Let $M$ be a differentiable $n$-manifold. I want to prove that $M$ has a countable atlas $\mathcal{A}=\{(U_j,\varphi_j)\}_{j\in J}$, where $J\subseteq\mathbb{N}$, such that $\varphi_j(U_j)=\mathbb{R}^n,\forall\,j\in J$.

First, I have proven that, if $p\in M$, for every open subset $\Omega\subset M$ such that $p\in\Omega$, exists a chart $(U,\varphi)$ such that $p\in U\subseteq\Omega$, $\varphi(U)=\mathbb{R}^n$ and $\varphi(p)=0$.

Now, since $M$ is a differentiable manifold, it has the Lindelof property. So, for every open covery, there exist a countable subcovery of $M$. With that said, let $M=\bigcup_{j\in J} G_j$, where $J\subseteq\mathbb{N}$ and $G_j\subseteq M$ are open sets, $\forall\,j\in J$. Then, by the previous property we can construct a family of charts $\mathcal{A}=\{(U_j,\varphi_j)\}_{j\in J}$ verifying $U_j\subseteq G_j$ and $\varphi_j(U_j)=\mathbb{R}^n$.

Now, we have to prove that $\mathcal{A}$ is an atlas for $M$, that is, we have to prove that $M=\bigcup_{j\in J} U_j$ and that $(U_i,\varphi_i)$ and $(U_j,\varphi_j)$ are compatible charts, if $i\neq j$.

Let's first see that $M=\bigcup_{j\in J} U_j$. Of course, $\bigcup_{j\in J} U_j\subseteq M$. Now, let $p\in M$ and take an arbitrary chart $(U_j,\varphi_j)\in\mathcal{A}$. Then, $\varphi_j(p)\in\mathbb{R}^n$. So, $p\in\varphi_j^{-1}(\mathbb{R}^n)$ and we conclude that $p\in U_j$, so $M=\bigcup_{j\in J} U_j$.

Now, suppose that for two charts $(U_i,\varphi_i)$ and $(U_j,\varphi_j)$, we have $U_i\cap U_j\neq \varnothing$ (if $U_i\cap U_j = \varnothing$, the charts are compatible by definition).

Then, $\varphi_i(U_i \cap U_j)$ and $\varphi_j(U_i \cap U_j)$ are both open sets in $\mathbb{R}^n$, because both $U_i$ and $U_j$ are open sets in $M$ and by definition of the natural topology of $M$.

To finish this proof I have to show that this $\varphi_i\circ\varphi_j^{-1}$ is a diffeomorphism. I've tried to prove it creating a conmutative diagram, but I haven't been able. I would really appreciate some help. Thank you!!

P.D.: Sorry for the long post, but I did want to give the full context. Thank you!

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    $\begingroup$ You have a smooth manifold $M$, so you have a maximal atlas $A$. Now you have found for each $p$ in $M$ a chart $phi_p$ that you like for some reason and whose domain contains $p$ The sep $B=\{\phi_p:p\in M\}$ is an atlas simply because it is contained in $A$ and and the domains of its elements cover $M$. If you keep a countable subset of $B$ that still has this last property you still have a chart. There is no need to check anything, really. $\endgroup$ Sep 29, 2022 at 16:02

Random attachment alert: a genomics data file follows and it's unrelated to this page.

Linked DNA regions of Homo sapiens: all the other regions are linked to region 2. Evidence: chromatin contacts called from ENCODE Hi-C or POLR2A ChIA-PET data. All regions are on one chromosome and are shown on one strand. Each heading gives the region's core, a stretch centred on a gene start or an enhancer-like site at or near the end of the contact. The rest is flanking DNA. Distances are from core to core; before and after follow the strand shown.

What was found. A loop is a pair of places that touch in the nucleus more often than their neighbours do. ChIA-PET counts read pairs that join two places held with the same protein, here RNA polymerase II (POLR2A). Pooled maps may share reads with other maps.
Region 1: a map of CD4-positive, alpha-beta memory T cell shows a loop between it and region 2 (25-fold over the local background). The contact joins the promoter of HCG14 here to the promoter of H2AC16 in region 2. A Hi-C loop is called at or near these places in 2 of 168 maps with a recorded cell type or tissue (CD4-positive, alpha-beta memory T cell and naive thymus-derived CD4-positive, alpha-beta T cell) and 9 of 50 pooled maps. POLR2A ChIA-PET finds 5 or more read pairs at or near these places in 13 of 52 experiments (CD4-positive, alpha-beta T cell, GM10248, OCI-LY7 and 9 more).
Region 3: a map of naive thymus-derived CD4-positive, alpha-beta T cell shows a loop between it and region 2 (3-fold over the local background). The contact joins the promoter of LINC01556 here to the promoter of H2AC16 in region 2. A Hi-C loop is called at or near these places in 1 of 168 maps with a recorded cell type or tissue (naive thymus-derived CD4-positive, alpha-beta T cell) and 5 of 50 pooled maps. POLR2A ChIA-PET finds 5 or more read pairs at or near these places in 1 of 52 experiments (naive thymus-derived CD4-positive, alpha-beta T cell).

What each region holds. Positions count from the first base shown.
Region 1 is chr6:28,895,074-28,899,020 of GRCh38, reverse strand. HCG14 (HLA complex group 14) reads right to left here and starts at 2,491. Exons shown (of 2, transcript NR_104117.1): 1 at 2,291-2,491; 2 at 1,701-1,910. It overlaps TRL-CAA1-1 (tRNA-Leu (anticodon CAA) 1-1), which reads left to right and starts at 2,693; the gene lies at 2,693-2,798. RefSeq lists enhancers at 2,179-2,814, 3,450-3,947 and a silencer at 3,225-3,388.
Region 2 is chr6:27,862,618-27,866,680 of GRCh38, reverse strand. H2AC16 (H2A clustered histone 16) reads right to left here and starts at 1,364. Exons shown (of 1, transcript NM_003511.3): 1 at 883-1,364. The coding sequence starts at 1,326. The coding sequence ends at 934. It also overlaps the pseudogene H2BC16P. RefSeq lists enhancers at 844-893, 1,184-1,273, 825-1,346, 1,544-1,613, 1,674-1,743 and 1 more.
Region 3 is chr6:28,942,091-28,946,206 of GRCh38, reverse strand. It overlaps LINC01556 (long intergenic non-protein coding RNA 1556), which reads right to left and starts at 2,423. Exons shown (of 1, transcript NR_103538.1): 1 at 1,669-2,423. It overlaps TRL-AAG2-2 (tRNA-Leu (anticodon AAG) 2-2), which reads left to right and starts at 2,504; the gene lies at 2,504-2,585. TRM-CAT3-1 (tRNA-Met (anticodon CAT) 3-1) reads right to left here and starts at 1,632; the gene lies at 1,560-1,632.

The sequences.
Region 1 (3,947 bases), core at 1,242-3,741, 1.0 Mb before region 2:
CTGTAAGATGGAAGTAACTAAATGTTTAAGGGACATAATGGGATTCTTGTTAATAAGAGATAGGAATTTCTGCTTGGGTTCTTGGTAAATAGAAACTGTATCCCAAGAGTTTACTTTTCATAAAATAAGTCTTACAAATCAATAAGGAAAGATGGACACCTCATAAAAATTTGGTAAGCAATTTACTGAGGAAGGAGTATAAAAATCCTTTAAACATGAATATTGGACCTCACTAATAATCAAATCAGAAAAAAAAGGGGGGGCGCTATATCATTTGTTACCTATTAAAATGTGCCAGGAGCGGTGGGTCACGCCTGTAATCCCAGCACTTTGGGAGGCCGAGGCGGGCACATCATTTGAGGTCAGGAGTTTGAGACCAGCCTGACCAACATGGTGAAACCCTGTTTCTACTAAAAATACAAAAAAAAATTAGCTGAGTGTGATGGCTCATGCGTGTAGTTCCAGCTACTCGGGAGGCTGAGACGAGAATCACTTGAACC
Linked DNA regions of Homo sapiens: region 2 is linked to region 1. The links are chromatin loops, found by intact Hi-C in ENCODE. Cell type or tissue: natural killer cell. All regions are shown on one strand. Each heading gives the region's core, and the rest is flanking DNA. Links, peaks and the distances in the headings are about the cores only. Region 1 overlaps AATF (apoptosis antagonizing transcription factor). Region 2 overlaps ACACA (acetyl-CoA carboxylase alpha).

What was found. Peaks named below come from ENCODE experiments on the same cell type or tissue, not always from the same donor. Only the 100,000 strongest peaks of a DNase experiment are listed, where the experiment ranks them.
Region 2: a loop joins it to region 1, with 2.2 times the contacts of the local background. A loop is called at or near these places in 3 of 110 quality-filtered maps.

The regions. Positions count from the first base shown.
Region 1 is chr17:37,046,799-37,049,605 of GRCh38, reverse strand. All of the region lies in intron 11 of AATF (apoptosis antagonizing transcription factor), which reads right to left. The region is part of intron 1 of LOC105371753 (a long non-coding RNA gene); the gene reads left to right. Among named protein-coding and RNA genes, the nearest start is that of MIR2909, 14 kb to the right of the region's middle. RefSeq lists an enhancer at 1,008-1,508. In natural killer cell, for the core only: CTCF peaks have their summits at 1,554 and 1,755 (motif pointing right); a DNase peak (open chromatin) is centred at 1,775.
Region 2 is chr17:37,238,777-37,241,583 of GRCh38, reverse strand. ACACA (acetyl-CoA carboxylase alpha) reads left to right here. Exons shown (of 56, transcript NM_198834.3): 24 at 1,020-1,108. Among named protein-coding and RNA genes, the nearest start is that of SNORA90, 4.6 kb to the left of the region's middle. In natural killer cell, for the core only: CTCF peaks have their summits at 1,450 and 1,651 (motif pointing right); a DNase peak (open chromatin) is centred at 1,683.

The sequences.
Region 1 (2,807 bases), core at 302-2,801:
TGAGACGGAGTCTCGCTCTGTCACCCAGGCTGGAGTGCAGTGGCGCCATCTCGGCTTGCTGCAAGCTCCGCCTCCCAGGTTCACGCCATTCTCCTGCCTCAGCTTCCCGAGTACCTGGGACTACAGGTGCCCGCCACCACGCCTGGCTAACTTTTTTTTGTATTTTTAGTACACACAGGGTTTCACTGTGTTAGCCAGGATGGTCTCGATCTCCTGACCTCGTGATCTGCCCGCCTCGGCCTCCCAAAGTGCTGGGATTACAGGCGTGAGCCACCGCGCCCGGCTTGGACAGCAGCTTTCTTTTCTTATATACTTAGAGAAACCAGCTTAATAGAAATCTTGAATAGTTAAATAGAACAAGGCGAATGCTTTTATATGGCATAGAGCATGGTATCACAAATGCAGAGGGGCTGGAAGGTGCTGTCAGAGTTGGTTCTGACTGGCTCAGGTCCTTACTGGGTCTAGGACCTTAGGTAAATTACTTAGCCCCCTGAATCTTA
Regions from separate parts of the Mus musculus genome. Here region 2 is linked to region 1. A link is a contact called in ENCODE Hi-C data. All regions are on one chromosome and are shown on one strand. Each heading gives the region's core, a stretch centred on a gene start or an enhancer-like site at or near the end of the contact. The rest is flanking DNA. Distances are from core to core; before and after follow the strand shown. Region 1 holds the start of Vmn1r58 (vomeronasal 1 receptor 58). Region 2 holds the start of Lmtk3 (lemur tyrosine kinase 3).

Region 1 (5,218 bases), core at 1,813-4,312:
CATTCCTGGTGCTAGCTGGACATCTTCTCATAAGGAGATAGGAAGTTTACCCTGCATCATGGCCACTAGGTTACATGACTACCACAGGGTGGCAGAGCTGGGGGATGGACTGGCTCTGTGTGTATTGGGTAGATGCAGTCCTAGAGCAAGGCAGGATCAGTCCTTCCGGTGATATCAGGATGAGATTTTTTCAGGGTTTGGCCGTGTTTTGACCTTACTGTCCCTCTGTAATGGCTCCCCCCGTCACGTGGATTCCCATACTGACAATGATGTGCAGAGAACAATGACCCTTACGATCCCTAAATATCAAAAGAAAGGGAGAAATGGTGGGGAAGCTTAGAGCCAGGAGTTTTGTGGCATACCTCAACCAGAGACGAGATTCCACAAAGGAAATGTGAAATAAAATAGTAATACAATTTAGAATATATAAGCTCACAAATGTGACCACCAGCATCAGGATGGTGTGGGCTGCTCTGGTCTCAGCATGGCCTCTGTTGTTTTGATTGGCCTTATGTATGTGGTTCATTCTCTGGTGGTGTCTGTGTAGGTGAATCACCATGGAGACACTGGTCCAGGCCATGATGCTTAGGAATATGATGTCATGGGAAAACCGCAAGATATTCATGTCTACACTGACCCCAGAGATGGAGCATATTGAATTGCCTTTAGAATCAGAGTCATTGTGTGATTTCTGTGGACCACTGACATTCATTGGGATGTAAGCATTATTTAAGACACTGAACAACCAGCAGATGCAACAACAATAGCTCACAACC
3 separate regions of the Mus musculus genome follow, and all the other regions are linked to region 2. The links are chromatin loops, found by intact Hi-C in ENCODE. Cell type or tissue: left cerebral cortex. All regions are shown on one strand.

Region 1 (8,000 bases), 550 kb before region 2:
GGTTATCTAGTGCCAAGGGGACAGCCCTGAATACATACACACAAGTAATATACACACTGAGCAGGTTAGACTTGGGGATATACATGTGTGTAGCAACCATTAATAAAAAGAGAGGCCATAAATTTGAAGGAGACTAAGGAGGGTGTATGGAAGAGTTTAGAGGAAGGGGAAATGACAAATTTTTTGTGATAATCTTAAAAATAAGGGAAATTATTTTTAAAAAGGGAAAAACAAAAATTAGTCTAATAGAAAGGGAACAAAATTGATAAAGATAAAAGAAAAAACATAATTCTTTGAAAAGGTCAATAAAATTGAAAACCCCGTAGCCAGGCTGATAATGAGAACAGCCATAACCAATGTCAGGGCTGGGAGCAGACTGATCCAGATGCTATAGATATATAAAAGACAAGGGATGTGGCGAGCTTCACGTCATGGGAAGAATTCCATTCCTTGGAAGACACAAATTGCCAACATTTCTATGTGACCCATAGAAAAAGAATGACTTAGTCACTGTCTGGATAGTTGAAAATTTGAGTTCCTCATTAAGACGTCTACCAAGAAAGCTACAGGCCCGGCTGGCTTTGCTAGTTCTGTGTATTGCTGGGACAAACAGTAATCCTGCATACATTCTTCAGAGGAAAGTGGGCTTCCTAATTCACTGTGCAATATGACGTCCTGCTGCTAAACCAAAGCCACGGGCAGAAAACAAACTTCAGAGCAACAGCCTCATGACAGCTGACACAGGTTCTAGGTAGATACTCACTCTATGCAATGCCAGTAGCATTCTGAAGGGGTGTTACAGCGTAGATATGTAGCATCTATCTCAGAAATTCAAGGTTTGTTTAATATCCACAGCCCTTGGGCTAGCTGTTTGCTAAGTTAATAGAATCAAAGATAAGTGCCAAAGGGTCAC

• $\begingroup$ So, the fact that $\mathcal{A}\subseteq\mathcal{D}$, where $\mathcal{D}$ is the differentiable structure (maximal atlas) of $M$, and that $M=\cup_{(U,\phi)\in\mathcal{A}} U$, makes $\mathcal{A}$ an atlas of $M$? $\endgroup$
    – JaviLark01
    Sep 29, 2022 at 16:38

1 Answer 1


There is nothing to prove. By a chart you mean any member of the differentiable structure (maximal atlas) $\mathfrak D$ of $M$. You construct a countable subset $\mathcal A = \{(U_j,\varphi_j)\}_{j\in J} \subset \mathfrak D$ such that $\bigcup_{j\in J} U_j = M$ and $\varphi_j(U_j) = \mathbb R^n$ for all $j \in J$. The set $\mathcal A$ is nothing else than a special atlas for $M$ . But now trivially all transition functions $\varphi_i \circ \varphi_j^{-1}$ are diffeomorphisms because that is true for any two charts in $\mathfrak D$.

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    $\begingroup$ Note that there is another condition that is required, which is $\varphi_j(U_j) = \Bbb R^n$. In other words, the charts are defined on subsets diffeomorphic to $\Bbb R^n$. Your answer does not take this into account. The right answer has been given in the comment section of the question $\endgroup$
    – Didier
    Sep 29, 2022 at 16:30
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    $\begingroup$ @Didier You are right, I did not mention the requirement $\varphi_j(U_j) = \mathbb R^n$ because this is irrelevant for the OP's question to prove that the transition functions $\varphi_i \circ \varphi_j^{-1}$ in $\mathcal A$ are diffeomorphisms. Or do you think it is relevant? Also the comment which you declare as the right answer does not mention it. $\endgroup$ Sep 29, 2022 at 23:56
  • $\begingroup$ You're right, it is not explicit in the comment, but it is hidden under the words that you like for some reason. I think, fir a complete answer, that saying it is relevant yes! $\endgroup$
    – Didier
    Sep 30, 2022 at 7:35

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